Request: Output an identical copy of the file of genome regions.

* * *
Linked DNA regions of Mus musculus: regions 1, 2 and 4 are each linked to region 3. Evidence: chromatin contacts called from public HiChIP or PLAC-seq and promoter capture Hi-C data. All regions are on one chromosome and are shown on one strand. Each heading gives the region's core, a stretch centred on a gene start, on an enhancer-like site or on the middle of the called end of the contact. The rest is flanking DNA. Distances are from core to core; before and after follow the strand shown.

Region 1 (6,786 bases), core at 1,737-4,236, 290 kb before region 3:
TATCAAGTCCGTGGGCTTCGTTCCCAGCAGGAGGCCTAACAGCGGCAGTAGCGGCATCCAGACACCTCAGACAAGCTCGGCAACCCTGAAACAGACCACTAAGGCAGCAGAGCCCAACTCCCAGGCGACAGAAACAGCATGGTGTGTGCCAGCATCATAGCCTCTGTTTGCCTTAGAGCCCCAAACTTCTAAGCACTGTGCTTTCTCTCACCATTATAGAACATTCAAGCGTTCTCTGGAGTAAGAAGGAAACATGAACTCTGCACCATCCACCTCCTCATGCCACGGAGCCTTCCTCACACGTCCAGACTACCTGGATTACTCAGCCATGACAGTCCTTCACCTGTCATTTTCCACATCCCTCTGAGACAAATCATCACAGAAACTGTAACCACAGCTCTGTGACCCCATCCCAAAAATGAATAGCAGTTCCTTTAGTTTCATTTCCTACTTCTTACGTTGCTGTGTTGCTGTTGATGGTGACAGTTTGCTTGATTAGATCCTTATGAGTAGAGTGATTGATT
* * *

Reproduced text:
Linked DNA regions of Mus musculus: regions 1, 2 and 4 are each linked to region 3. Evidence: chromatin contacts called from public HiChIP or PLAC-seq and promoter capture Hi-C data. All regions are on one chromosome and are shown on one strand. Each heading gives the region's core, a stretch centred on a gene start, on an enhancer-like site or on the middle of the called end of the contact. The rest is flanking DNA. Distances are from core to core; before and after follow the strand shown.

Region 1 (6,786 bases), core at 1,737-4,236, 290 kb before region 3:
TATCAAGTCCGTGGGCTTCGTTCCCAGCAGGAGGCCTAACAGCGGCAGTAGCGGCATCCAGACACCTCAGACAAGCTCGGCAACCCTGAAACAGACCACTAAGGCAGCAGAGCCCAACTCCCAGGCGACAGAAACAGCATGGTGTGTGCCAGCATCATAGCCTCTGTTTGCCTTAGAGCCCCAAACTTCTAAGCACTGTGCTTTCTCTCACCATTATAGAACATTCAAGCGTTCTCTGGAGTAAGAAGGAAACATGAACTCTGCACCATCCACCTCCTCATGCCACGGAGCCTTCCTCACACGTCCAGACTACCTGGATTACTCAGCCATGACAGTCCTTCACCTGTCATTTTCCACATCCCTCTGAGACAAATCATCACAGAAACTGTAACCACAGCTCTGTGACCCCATCCCAAAAATGAATAGCAGTTCCTTTAGTTTCATTTCCTACTTCTTACGTTGCTGTGTTGCTGTTGATGGTGACAGTTTGCTTGATTAGATCCTTATGAGTAGAGTGATTGATT